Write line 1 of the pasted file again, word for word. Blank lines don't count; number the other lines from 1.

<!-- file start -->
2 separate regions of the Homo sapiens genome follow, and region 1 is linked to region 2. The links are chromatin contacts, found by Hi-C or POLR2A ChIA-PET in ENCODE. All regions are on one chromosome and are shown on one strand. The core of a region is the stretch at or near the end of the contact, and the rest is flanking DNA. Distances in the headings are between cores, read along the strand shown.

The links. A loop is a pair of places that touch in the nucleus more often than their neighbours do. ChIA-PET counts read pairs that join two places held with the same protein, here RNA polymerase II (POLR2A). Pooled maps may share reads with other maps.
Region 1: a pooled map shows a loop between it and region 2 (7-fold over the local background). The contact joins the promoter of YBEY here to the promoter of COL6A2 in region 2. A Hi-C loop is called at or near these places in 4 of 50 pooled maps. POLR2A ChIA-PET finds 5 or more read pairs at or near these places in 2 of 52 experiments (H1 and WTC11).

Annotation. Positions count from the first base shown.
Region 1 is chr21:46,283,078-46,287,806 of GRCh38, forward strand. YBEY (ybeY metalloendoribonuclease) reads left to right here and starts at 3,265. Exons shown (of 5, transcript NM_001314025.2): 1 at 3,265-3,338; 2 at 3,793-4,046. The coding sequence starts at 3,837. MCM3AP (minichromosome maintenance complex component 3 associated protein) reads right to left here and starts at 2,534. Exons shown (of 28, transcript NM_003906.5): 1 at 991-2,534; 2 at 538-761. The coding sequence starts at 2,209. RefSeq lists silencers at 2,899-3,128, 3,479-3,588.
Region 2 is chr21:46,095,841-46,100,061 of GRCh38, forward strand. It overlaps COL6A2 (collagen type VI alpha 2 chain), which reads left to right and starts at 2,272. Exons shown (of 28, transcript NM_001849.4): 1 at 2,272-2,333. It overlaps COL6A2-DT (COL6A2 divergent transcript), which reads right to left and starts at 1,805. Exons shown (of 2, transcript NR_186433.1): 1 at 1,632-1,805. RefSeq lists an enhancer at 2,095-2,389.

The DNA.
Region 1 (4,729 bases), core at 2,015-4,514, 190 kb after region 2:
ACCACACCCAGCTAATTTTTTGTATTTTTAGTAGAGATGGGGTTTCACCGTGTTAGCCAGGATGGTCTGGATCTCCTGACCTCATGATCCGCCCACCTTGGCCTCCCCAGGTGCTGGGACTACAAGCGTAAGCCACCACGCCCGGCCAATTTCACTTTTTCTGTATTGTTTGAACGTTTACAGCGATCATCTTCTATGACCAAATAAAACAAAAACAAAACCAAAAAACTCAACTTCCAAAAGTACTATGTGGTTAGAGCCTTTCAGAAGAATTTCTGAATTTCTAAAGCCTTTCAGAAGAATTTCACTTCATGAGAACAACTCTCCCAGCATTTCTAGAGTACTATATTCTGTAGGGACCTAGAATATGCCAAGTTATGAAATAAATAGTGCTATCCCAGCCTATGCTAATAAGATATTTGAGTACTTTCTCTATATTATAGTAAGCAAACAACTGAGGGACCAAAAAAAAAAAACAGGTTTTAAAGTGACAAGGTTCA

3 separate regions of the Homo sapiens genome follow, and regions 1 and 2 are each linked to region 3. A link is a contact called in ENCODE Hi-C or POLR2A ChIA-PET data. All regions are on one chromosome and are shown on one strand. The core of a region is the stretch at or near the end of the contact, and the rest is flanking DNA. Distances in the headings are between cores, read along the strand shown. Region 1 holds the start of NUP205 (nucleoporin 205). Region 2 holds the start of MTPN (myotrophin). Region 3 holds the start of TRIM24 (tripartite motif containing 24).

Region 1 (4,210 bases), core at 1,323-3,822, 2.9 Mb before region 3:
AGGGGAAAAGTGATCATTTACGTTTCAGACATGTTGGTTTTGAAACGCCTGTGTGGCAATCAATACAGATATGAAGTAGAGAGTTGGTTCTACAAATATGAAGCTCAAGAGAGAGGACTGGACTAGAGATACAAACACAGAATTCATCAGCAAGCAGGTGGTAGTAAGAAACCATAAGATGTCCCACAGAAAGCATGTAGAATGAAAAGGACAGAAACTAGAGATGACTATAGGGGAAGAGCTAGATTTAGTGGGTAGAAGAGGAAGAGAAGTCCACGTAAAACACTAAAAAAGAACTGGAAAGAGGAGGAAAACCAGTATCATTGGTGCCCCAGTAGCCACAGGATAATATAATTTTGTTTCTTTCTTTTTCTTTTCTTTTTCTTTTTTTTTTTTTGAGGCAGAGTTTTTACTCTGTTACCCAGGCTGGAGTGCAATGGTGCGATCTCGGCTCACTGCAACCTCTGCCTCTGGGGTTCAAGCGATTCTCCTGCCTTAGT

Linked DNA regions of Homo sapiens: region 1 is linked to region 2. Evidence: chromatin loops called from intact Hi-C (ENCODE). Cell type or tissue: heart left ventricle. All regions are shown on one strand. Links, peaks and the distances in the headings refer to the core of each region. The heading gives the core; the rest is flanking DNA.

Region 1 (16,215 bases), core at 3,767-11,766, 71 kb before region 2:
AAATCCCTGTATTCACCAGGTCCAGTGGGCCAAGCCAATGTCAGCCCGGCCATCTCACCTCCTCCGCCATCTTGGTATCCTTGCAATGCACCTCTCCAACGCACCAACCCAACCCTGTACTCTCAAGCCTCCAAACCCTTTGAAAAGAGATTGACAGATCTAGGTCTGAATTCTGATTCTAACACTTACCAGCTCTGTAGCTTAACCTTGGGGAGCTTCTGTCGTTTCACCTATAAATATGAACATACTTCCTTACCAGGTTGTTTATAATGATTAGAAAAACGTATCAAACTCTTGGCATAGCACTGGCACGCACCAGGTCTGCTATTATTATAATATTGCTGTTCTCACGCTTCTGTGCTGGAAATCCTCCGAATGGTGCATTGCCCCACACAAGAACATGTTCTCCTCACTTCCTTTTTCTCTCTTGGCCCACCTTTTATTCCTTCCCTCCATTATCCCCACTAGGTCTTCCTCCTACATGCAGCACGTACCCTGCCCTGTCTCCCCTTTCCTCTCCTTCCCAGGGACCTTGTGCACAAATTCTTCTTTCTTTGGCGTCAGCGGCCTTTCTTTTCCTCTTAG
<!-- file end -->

2 separate regions of the Homo sapiens genome follow, and region 1 is linked to region 2. The links are chromatin contacts, found by Hi-C or POLR2A ChIA-PET in ENCODE. All regions are on one chromosome and are shown on one strand. The core of a region is the stretch at or near the end of the contact, and the rest is flanking DNA. Distances in the headings are between cores, read along the strand shown.